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Cardiologists assess risks, benefits of oral contraceptives

A new review article, published in the Jan. 20 Journal of the American College of Cardiology, assesses current research and guidelines on contraceptive hormone use and cardiovascular disease.

An analysis of the safety, efficacy and side effects of hormone therapy was prompted by data from the Women's Health Initiative that demonstrated links between hormone therapy and cardiovascular risk, researchers said. Recent statistics have also shown that mortality from cardiovascular disease has been increasing among women between age 35 and 44 coincident with an increase in oral contraceptive use. The new paper includes basic science, animal and human clinical studies and outlines the physiology and mechanisms of the cardiovascular action of contraceptive hormones, particularly in oral contraceptives.

The study authors concluded that newer generation oral contraceptives do not increase myocardial infarction risk for current users, but that they do carry the increased risk of venous thromoboembolism. Because there is no cardiovascular data available for the newest hormonal contraceptives (including nonoral methods and pills that also lower blood pressure), physicians should consider them similar to, not safer than, other oral contraceptives, the review said.

In general, the risks and benefits of contraceptive hormones should be weighed based on the characteristics of each individual patient, the authors concluded. As stated in current guidelines, women 35 years or older should be assessed for cardiovascular risk factors including hypertension, smoking diabetes, nephropathy and other vascular diseases including migraines before hormonal contraceptives are prescribed.

The authors called for more research to uncover whether oral contraceptives provide protection from atherosclerosis and cardiovascular events. Such a determination will require long-term follow-up of the cardiovascular health of menopausal women compared with their history of oral contraceptive use, they said.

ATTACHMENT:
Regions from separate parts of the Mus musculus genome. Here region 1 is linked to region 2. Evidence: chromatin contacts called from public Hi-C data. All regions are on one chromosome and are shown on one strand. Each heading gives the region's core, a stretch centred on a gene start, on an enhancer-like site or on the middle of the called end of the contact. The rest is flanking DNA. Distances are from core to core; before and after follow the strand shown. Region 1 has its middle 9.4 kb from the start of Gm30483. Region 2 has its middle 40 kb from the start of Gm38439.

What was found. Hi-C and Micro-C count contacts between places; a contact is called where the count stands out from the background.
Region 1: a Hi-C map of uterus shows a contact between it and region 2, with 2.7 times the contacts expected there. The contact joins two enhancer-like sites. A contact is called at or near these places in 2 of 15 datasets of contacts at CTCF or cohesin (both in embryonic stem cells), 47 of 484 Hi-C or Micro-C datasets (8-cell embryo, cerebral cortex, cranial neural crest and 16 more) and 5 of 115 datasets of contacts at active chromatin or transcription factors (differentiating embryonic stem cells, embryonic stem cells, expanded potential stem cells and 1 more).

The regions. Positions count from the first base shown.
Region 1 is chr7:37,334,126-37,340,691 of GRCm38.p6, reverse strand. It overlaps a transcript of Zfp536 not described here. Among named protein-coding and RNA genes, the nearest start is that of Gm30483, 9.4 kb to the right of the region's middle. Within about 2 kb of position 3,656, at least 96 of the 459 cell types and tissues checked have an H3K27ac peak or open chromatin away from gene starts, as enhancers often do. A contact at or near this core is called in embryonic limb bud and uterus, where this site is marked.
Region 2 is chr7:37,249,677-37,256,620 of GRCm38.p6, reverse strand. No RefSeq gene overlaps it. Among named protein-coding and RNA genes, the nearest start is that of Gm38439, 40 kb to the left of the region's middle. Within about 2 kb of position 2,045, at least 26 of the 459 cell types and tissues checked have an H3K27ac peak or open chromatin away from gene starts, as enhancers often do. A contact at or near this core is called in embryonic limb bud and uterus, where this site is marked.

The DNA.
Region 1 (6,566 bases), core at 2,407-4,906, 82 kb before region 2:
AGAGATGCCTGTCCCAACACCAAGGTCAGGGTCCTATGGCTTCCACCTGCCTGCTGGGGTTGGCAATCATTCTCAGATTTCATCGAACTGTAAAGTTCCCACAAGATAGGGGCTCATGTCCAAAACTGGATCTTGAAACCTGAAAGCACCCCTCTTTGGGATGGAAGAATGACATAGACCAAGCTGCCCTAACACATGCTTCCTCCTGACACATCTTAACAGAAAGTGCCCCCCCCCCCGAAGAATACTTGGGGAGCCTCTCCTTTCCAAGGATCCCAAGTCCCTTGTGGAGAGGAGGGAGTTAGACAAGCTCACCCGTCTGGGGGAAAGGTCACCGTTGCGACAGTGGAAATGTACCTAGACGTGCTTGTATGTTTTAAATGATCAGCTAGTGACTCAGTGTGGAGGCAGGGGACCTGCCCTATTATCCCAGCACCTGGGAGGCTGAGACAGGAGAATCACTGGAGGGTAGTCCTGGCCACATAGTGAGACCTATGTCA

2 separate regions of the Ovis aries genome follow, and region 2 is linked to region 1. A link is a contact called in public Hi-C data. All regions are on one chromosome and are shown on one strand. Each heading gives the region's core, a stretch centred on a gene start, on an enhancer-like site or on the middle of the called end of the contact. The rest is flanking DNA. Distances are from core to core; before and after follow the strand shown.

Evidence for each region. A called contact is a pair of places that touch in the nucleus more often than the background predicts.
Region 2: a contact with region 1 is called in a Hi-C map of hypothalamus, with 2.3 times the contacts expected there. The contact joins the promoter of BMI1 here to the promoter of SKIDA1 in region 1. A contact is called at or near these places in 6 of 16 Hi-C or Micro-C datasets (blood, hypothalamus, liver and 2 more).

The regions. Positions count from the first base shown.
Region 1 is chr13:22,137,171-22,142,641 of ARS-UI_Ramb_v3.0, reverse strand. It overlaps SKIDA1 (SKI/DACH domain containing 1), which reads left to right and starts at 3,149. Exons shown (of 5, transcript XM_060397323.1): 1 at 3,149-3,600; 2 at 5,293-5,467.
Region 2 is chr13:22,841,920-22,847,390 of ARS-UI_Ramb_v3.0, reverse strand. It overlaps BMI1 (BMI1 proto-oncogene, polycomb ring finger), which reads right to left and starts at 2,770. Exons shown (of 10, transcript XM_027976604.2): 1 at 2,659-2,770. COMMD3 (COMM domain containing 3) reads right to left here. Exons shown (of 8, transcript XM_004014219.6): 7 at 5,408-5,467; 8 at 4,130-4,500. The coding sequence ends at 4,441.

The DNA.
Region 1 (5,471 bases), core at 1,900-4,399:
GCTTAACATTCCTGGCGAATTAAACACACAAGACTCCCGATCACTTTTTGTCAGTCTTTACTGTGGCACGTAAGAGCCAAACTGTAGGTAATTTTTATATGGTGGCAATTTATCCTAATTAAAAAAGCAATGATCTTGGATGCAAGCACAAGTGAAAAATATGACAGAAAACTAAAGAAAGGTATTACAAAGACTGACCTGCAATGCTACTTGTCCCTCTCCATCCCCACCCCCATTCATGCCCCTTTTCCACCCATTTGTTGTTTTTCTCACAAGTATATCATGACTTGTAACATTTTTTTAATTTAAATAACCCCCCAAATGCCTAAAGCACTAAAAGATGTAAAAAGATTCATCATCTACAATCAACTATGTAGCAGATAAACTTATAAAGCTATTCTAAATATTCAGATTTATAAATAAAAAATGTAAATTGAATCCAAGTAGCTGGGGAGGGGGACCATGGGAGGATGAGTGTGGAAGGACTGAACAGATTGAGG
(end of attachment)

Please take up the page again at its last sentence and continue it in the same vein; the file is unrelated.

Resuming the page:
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Neurology

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Deep brain stimulation alleviates symptoms of Parkinson's in study

Deep brain stimulation was more effective than medical therapy for advanced Parkinson's disease patients but the procedure was associated with an increased risk of serious adverse events, a recent study concluded.

In the randomized controlled trial, 255 patients (25% age 70 or older) with advanced Parkinson's received either deep brain stimulation or best medical therapy and were assessed after six months. At follow-up, patients who received deep brain stimulation gained a mean of 4.6 hours of day of "on" time (vs. 0 hours for the therapy group), defined as having good motor control with unimpeded motor function, without troubling dyskinesia. Meaningful motor function improvements were experienced by 71% of patients in the deep brain stimulation group vs. 32% in the therapy group. However, at least one serious adverse event occurred in 49 patients in the stimulation group vs. 15 in the therapy group and the cumulative risk for device-related problems was 10% at six months. The study appears in the Jan. 7 issue of the Journal of the American Medical Association.

An editorial said the study is important in being the largest randomized trial to date on deep brain stimulation for advanced Parkinson's (the only other large trial reached similar conclusions) and it is the first randomized study to assess deep brain stimulation of the two known targets (the subthalamic nucleus or the globus pallidus internus). The study confirms the efficacy of deep brain stimulation in the short-term, said the editorial, but more research is needed to determine long-term outcomes, assess adverse events, and answer questions such as the optimal timing for implantation. Some answers may be forthcoming in phase two of the current study.